Given a quartic (or biquadratic) equation
\[ay^4 + by^3 + cy^2 + dy + e = 0\]
(where $e$ is not necessarily the base of natural logarithms)
in which $a\neq 0$, we can divide through by a constant, so that we can act as
if $a=1$.  We then define $x=y+g$, so that the equation becomes
\[(x-g)^4 + b(x-g)^3 + c(x-g)^2 + d(x-g) + e = 0.\]
If we take $g=b/4$, the coefficient of $x^3$ vanishes so the equation can 
be written in the form
\[x^4 + px^2 + qx + r = 0.\]
Now the left-hand side of
\[x^4 + px^2 = -qx - r\]
contains two of the terms of the square of $x^2 + p$.  Complete the square
by adding $px^2 + p^2$ to each side to get
\[(x^2 + p)^2 = x^4 + 2px^2 + p^2 = px^2 + p^2 - qx -r.\]
We now introduce another unknown for the purpose of converting the left-hand
side of the this equation into $(x^2 + p + z)^2$.  This is done by adding
$2(x^2 + p)z + z^2$ to each side, and leads to
  (x^2 + p + z)^2 &= px^2 + p^2 - qx - r + 2(x^2 +p)z + z^2\cr
  &= (p + 2z)x^2 - qx + (p^2 - r + 2pz + z^2).
The problem now reduces to finding a value of $z$ that makes the right-hand
side, a quadratic in $x$, a perfect square.  This will be the case when the
discriminant of the quadratic is zero; that is, when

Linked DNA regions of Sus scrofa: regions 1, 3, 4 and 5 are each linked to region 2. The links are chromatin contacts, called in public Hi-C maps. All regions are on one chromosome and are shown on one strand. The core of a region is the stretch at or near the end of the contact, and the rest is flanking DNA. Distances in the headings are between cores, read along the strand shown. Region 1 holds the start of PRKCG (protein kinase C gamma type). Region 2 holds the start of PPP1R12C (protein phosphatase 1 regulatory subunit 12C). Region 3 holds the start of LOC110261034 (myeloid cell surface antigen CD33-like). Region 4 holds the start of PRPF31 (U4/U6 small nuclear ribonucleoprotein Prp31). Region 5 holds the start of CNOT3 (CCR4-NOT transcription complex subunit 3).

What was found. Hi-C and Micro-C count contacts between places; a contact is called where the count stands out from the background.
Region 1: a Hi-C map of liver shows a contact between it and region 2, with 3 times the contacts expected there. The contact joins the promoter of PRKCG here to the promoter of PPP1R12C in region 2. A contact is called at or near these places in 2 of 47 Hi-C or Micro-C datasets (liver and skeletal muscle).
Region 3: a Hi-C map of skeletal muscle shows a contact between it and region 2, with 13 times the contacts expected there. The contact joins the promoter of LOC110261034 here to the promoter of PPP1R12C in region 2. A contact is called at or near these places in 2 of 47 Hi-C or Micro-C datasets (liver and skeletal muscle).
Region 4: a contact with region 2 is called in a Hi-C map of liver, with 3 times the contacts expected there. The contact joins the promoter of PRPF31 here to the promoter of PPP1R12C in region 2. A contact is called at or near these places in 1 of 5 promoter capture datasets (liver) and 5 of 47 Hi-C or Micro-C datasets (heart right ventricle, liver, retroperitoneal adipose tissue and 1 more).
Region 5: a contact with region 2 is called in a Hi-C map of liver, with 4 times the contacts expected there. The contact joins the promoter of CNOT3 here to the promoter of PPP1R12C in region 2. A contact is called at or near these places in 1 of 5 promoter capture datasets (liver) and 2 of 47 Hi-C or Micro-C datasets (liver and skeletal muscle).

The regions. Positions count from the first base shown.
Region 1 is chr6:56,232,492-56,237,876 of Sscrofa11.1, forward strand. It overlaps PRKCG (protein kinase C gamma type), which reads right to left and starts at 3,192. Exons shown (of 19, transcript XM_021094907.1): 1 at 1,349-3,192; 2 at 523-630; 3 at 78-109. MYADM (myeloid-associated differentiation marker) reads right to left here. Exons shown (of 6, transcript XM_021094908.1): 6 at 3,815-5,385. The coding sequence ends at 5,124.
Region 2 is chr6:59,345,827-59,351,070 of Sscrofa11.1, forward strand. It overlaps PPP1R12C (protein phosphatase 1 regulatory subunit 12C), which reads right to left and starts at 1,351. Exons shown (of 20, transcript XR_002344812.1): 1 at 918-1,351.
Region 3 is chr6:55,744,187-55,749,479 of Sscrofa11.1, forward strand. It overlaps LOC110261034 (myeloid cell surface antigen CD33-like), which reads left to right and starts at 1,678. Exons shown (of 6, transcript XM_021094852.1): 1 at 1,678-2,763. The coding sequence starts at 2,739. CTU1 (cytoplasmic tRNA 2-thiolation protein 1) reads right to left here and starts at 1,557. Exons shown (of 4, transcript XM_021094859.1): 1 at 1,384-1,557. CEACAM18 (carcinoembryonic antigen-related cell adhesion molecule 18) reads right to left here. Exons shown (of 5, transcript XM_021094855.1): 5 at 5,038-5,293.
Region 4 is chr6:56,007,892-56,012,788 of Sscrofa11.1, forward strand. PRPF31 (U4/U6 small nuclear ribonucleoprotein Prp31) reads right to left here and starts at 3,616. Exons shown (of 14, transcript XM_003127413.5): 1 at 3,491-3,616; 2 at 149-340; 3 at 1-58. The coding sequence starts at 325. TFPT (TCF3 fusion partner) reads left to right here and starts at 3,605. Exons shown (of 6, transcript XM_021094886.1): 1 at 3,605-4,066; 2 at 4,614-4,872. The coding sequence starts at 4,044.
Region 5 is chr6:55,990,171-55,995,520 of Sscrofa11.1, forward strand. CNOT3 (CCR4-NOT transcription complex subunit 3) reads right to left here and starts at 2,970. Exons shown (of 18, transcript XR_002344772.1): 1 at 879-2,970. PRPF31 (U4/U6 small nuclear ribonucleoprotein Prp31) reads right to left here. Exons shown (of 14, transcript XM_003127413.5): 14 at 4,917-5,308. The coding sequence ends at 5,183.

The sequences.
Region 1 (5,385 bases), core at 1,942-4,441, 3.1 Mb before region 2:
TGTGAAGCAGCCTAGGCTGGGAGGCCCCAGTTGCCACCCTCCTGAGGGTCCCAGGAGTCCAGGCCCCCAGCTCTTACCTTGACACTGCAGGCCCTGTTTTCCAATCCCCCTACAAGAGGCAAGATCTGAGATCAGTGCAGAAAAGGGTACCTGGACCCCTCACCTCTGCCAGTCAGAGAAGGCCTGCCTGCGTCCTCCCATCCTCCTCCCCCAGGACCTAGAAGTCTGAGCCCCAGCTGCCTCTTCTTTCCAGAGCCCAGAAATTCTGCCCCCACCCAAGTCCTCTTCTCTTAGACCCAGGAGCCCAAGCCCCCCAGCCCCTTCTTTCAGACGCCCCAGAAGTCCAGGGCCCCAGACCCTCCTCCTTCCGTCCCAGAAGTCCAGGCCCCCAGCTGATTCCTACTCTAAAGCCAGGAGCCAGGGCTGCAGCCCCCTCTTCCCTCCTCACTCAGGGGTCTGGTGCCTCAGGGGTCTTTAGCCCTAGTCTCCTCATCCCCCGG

\[q^2=4(p + 2z)(p^2 - r + 2pz + z^2),\]
which requires solving a cubic in $z$, namely
\[8z^3 + 20pz^2 + (16p^2-8r)z + (4p^3 - 4pr - q^2) = 0.\]
The last equation is known as the \textit{resolvent cubic} of the given quartic
equation, and it can be solved as described above.  There are in general
three solutions of the resolvent cubic, and $x$ can be determined from any
one of them by extracting square roots.  Once a value of $x$ is known,
the solution of the original quartic is readily deduced.

An expression for the quartic discriminant is given by Turnbull in
equation (12) on p.\ 123 of the book quoted below.

The solution of the quartic was first given by Ludovico Ferrari (1522--1565).




\hi  G Birkhoff and S. MacLane, \textit{A Survey of Modern Algebra},
     New York, NY: Macmillan 1941, 1953 and 1965, Chapter V, \S\S5-6
     and Chapter XV, \S7.


\hi  D M Burton, \textit{The History of Mathematics: An Introduction},
     Boston, MA, etc: Allyn and Bacon 1985, Chapter 7.


\hi  G Cardano, \textit{Ars Magna or The Rules of Algebra}, translated
     and edited by T.R. Witmer, Cambridge, MA: MIT Press 1968 and
     New York, NY: Dover 1993.


\hi  J Fauvel and J Gray, \textit{The History of Mathematics: A Reader},
     Macmillan: Basingstoke and London 1987, Chapter 8, \S8A.


\hi  S Neumark, \textit{Solution of Cubic and Quartic Equations}, 
     Oxford, etc.: Pergamon 1965.


\hi  H W Turnbull, \textit{Theory of Equations}, Edinburgh and London:
     Oliver and Boyd 1939, 1944, 1946, 1947 and 1952, Chapters IX and X.


\hi  B L van der Waerden, \textit{Modern Algebra}, New York, NY:
     Ungar 1949 and 1953, Volume I, Chapter VII, \S58.